What’s in a Catch Phrase?
Kiersten Marek offers a rare opportunity to highlight — in productive, conversational terms — what liberals and conservatives see differently in one of the topics over which they wrangle:
I know some at Anchorrising.com and the head of the Rhode Island Republican party, Giovanni Cicione, complain of the strong poverty advocacy lobby in the state, but when I read statistics like those above, it seems to me that our poverty advocacy lobby is not strong enough.
The statistics to which she refers are the various room and board payments to foster households in the Southern New England states, among which Rhode Island’s are substantially lower than the others. I’m not inclined to argue against increasing in-the-field payments; rather, the phrase that draws my attention is “strong poverty advocacy lobby.”
Like many who share my general ideology, I’m suspicious of these catch phrases not only because they’re grammatically vulgar (as if somebody’s advocating poverty), but also because the linguistic contortions just give the impression that they’re disguising emphases. I don’t think, for example, that many people on my side of the aisle are opposed to strong advocacy on behalf of those in need. (Otherwise, I’d find my church a much less hospitable place.) The complaint is that having a “strong poverty advocacy lobby” doesn’t mean that the worthy cause is being advocated with particular strength or effectiveness; it means that the lobby wields strength on its own behalf.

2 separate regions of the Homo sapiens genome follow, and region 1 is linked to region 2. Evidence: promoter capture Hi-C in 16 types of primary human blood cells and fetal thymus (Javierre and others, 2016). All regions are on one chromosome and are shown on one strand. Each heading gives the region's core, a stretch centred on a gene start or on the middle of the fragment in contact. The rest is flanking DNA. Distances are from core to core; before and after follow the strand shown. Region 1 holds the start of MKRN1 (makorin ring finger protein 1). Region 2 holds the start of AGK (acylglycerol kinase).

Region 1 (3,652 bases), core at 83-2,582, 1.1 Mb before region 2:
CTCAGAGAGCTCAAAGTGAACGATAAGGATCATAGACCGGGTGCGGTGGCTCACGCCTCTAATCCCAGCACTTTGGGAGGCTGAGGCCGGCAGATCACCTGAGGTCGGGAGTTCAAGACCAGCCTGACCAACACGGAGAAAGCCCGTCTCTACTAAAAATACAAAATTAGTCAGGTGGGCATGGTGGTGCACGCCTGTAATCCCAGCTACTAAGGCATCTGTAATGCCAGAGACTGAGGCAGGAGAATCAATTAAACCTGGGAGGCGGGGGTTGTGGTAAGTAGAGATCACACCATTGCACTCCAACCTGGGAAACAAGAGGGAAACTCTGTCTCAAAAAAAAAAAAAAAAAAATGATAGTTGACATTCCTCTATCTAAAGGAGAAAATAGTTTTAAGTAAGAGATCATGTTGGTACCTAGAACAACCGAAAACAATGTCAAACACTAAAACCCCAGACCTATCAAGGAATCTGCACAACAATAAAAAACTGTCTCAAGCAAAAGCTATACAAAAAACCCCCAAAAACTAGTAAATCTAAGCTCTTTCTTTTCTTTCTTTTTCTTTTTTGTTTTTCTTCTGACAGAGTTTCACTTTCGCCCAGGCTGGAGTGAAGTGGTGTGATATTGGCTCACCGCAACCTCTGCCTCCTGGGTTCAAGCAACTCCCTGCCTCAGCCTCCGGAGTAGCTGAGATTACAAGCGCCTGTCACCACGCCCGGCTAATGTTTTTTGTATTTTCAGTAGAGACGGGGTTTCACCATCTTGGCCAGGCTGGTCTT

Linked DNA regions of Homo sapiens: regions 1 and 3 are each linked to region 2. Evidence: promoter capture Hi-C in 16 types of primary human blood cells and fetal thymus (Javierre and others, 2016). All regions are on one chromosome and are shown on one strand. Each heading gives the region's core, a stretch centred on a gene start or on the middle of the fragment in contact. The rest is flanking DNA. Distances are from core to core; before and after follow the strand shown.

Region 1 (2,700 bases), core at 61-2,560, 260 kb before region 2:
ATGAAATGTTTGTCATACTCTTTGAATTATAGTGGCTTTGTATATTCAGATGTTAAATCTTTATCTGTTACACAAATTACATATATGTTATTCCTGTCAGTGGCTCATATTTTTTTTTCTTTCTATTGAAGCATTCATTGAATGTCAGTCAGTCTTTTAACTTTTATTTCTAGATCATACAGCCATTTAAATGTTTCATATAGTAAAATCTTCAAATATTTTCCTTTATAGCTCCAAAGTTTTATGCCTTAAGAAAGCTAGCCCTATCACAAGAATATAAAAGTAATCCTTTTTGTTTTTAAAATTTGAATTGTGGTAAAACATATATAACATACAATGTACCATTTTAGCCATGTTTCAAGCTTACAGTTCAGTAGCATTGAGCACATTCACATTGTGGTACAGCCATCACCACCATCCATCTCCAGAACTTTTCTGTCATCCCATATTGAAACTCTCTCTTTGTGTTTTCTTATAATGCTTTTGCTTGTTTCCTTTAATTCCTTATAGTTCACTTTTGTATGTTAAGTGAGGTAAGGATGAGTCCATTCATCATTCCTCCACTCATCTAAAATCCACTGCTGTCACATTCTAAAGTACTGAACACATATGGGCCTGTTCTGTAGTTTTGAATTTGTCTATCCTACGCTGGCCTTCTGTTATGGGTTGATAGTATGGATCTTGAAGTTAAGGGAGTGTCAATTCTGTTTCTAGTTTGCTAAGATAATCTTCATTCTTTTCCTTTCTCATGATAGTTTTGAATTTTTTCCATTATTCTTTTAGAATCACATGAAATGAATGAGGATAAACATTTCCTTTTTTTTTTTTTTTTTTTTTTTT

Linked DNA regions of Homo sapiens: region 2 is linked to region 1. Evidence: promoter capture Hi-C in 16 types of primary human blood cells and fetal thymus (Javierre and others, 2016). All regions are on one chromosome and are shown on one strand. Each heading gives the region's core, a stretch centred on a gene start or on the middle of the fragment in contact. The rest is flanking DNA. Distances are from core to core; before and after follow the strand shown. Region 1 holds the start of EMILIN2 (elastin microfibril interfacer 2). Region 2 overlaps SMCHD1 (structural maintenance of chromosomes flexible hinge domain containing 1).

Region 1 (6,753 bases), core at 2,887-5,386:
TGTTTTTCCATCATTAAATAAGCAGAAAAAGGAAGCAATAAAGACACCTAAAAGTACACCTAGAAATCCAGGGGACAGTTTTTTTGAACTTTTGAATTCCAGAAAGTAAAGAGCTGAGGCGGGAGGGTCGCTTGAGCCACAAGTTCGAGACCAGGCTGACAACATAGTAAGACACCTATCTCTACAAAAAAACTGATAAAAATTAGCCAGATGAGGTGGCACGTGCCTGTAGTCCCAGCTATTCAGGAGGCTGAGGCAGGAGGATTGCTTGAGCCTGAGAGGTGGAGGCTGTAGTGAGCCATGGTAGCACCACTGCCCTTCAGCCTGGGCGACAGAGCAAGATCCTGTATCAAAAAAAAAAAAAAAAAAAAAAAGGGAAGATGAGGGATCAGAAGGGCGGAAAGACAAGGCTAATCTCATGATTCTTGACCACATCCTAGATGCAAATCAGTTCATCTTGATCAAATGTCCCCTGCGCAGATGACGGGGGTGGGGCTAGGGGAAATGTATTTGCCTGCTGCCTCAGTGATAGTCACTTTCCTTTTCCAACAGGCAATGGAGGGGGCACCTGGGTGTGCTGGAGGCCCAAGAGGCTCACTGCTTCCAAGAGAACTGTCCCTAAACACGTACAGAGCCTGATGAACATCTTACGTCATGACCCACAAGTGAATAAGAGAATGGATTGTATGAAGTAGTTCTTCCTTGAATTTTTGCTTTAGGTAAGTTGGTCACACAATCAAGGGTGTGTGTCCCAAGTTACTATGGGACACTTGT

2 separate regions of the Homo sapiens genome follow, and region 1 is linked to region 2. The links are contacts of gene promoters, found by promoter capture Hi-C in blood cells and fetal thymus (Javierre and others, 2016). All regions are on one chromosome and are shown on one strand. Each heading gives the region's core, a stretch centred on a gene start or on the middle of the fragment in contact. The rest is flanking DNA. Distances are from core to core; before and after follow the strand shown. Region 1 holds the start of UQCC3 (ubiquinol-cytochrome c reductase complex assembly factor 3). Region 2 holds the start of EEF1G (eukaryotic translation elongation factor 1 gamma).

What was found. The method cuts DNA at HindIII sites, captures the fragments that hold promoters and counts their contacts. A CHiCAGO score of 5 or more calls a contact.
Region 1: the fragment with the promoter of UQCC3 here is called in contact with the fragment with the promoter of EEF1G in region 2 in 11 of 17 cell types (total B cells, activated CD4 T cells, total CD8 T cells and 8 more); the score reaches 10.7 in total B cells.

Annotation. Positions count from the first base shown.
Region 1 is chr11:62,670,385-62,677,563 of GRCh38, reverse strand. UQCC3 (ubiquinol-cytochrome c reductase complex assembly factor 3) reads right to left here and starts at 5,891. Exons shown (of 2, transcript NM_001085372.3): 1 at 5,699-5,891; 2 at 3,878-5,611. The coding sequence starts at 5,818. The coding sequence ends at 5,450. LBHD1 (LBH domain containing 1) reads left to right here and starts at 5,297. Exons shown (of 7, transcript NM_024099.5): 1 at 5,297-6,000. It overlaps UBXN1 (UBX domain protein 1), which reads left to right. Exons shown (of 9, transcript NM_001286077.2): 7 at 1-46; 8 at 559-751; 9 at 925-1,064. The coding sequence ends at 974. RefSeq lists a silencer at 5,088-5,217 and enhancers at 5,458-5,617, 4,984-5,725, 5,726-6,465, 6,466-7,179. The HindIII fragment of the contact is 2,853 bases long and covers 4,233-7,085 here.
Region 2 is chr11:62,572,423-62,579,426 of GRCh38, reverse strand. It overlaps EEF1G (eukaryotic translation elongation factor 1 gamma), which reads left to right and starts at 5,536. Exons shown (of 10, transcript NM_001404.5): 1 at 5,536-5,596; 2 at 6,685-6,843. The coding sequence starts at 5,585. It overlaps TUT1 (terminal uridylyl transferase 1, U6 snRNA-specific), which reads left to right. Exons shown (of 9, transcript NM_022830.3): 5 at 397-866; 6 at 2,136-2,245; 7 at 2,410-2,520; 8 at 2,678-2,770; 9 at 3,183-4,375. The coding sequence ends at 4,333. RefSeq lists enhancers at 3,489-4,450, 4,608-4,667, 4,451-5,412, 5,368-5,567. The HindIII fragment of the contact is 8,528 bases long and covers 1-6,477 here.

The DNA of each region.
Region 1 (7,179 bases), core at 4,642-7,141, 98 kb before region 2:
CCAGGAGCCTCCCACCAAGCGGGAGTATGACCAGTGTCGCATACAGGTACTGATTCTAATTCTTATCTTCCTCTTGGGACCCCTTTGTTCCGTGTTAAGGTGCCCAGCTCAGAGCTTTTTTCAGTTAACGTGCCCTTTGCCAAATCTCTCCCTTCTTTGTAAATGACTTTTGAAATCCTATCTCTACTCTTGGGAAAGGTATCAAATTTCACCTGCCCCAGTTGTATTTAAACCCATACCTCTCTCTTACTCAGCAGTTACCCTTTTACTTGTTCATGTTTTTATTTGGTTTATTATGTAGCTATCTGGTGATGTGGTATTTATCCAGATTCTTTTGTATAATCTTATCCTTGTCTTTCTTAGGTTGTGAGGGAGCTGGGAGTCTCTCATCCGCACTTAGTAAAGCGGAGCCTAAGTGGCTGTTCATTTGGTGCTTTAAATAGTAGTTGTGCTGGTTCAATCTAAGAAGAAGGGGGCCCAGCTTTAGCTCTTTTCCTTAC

If advocacy on behalf of the poor were strong, it wouldn’t rely so heavily on those who stand to benefit financially from increasing budgets, but would treat service providers as another group that must be lobbied for the benefit of those who receive services. As Marc, especially, has been pointing out, lately, the funds are there, and I’d suggest to Kiersten that the goal of lobbying shouldn’t be a bottomless pit of taxpayer resources, but accountability and effectiveness of the entire system, from the tax collector through to low-rung state employees.